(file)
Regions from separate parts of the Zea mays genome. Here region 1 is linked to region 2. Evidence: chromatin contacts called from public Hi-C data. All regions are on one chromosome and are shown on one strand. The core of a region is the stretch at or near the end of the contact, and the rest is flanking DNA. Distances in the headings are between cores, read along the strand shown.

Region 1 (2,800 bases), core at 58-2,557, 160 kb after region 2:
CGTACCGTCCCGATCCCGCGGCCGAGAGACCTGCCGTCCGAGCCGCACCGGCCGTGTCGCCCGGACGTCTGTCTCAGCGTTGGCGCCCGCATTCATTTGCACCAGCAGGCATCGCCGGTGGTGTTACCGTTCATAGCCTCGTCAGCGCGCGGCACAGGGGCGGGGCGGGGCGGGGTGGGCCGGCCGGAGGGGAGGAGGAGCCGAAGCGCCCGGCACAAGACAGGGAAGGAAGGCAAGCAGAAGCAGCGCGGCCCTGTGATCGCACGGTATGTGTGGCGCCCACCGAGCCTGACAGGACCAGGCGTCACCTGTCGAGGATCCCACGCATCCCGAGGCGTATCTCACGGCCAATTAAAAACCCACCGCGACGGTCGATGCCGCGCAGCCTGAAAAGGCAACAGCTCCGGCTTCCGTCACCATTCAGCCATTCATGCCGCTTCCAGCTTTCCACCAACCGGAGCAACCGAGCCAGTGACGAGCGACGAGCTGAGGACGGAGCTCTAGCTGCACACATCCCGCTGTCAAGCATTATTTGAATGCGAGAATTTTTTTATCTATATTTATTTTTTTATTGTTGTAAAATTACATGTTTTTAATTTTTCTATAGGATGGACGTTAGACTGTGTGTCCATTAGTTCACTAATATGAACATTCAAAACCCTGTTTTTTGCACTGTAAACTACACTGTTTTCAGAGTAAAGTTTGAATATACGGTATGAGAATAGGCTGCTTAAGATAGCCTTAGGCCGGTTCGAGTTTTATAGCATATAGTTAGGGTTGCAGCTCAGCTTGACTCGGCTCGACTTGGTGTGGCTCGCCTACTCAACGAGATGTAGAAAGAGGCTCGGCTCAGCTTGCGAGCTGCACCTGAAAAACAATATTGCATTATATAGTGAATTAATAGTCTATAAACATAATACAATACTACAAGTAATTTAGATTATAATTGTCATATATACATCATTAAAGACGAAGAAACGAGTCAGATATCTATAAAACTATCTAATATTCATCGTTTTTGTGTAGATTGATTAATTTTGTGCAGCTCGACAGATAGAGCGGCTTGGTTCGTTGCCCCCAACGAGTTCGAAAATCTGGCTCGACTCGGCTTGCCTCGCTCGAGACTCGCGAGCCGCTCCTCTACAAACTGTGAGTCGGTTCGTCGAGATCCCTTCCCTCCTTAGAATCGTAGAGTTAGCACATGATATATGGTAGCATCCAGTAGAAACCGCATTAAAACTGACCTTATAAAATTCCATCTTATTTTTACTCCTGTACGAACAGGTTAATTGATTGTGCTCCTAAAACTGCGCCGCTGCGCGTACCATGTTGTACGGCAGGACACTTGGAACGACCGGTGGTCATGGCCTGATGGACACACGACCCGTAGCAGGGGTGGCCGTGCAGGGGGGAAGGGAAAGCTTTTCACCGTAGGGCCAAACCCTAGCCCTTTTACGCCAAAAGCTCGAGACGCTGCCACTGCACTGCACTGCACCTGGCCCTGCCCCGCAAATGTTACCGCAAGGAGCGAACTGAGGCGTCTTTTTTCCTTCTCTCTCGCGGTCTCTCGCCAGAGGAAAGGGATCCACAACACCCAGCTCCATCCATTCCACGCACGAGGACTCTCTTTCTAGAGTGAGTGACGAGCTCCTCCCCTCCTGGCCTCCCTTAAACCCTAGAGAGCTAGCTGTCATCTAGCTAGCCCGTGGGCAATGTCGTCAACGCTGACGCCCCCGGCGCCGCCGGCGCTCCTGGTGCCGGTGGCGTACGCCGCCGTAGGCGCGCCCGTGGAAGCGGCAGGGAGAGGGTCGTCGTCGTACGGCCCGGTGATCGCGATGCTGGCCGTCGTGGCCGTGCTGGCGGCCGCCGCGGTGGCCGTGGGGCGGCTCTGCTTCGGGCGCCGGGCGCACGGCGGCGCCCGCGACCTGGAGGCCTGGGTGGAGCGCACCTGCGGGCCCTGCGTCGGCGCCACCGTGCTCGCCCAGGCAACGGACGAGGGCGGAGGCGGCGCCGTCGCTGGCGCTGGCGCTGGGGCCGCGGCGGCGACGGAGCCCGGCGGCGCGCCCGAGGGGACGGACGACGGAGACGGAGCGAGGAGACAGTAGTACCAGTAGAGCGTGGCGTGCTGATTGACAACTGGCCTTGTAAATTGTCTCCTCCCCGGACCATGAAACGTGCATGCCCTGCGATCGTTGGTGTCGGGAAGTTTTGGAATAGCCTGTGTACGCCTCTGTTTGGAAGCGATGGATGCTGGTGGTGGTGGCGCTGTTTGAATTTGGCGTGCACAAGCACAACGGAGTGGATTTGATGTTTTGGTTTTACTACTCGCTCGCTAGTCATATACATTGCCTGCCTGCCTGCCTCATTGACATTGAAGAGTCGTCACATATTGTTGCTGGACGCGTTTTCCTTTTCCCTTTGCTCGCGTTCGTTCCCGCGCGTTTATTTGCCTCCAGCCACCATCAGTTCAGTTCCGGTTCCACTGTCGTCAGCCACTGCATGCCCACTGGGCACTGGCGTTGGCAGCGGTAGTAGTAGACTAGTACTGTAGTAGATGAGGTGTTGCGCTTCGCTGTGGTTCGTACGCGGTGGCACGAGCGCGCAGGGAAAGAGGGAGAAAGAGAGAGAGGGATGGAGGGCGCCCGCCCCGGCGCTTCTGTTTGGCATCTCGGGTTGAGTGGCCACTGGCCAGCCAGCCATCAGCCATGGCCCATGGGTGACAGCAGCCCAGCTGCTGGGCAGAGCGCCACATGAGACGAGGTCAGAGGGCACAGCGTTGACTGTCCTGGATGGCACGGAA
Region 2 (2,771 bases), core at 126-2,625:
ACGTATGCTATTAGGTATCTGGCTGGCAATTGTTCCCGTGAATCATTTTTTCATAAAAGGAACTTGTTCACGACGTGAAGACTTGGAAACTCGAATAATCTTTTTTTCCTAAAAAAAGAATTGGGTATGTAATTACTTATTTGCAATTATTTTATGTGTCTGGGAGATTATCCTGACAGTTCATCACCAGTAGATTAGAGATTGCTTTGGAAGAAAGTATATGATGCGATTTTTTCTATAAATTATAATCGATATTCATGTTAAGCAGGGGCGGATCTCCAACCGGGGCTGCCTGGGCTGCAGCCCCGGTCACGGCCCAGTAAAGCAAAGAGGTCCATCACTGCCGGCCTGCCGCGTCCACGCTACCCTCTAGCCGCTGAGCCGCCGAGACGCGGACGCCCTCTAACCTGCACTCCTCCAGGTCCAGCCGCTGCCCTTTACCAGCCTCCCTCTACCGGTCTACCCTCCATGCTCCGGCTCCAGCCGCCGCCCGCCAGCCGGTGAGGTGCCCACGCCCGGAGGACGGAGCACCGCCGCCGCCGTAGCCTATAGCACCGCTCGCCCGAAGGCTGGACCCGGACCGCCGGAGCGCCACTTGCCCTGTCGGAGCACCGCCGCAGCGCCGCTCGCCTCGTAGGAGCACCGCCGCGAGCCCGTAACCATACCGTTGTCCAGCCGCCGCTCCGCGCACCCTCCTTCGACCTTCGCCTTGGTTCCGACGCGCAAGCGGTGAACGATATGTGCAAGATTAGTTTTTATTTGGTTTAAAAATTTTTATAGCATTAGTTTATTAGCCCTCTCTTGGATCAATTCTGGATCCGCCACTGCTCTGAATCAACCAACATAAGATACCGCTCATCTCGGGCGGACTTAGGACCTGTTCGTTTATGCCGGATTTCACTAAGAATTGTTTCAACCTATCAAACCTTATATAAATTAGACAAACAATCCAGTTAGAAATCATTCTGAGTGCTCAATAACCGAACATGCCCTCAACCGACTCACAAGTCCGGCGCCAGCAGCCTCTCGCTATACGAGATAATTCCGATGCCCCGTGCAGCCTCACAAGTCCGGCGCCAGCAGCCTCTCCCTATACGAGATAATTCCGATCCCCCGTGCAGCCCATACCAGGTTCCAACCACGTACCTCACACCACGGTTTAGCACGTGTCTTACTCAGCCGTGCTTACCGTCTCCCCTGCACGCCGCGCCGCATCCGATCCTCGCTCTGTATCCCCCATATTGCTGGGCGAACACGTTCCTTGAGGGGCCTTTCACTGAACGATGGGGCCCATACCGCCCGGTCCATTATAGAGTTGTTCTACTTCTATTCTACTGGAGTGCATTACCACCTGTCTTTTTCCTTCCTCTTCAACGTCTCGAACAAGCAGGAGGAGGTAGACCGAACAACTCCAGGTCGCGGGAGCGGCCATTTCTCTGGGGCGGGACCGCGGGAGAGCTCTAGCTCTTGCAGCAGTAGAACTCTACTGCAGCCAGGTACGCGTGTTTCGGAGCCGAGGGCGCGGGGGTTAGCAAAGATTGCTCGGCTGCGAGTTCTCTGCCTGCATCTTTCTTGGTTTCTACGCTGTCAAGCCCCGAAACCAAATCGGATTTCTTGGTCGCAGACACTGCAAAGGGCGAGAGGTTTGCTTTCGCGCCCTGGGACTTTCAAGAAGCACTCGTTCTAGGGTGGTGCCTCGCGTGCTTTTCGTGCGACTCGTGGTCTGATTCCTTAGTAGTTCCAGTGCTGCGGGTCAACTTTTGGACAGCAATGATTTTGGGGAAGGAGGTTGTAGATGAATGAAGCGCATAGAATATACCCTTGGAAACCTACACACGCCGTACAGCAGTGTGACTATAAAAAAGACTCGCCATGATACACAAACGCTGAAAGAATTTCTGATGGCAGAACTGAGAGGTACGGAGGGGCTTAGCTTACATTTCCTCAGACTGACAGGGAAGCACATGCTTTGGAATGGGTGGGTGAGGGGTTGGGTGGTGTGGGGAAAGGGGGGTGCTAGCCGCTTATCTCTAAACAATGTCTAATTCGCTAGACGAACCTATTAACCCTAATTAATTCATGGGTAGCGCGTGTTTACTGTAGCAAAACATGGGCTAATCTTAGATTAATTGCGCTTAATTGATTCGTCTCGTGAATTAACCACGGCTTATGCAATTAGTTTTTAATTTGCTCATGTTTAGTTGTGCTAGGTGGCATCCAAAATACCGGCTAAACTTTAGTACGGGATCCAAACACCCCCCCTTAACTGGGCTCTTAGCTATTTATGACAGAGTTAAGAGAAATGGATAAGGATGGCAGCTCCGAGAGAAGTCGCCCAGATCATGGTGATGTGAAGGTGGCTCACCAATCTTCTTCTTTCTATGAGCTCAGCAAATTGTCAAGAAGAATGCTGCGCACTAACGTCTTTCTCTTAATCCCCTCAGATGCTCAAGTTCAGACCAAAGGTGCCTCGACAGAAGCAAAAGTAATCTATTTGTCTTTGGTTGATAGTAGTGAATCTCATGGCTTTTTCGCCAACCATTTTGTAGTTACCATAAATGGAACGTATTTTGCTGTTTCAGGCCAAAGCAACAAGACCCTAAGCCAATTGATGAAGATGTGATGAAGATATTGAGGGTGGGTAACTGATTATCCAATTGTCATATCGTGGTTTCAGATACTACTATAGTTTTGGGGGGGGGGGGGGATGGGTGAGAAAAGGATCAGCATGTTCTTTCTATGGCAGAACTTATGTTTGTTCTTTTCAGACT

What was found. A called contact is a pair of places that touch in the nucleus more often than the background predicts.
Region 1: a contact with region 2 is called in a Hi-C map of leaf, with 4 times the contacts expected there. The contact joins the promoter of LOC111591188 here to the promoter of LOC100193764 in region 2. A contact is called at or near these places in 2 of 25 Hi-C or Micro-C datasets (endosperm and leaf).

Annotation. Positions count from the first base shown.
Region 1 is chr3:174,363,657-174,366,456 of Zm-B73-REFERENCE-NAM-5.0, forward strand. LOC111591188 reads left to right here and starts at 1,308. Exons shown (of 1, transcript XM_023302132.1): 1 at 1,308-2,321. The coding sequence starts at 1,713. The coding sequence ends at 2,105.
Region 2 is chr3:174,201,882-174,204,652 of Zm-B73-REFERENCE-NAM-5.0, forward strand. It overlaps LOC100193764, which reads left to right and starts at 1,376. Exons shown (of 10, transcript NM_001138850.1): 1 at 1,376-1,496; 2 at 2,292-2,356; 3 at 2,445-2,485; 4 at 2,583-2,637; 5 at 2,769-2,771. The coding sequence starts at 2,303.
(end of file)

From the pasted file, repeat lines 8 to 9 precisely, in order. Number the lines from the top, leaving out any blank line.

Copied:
Annotation. Positions count from the first base shown.
Region 1 is chr3:174,363,657-174,366,456 of Zm-B73-REFERENCE-NAM-5.0, forward strand. LOC111591188 reads left to right here and starts at 1,308. Exons shown (of 1, transcript XM_023302132.1): 1 at 1,308-2,321. The coding sequence starts at 1,713. The coding sequence ends at 2,105.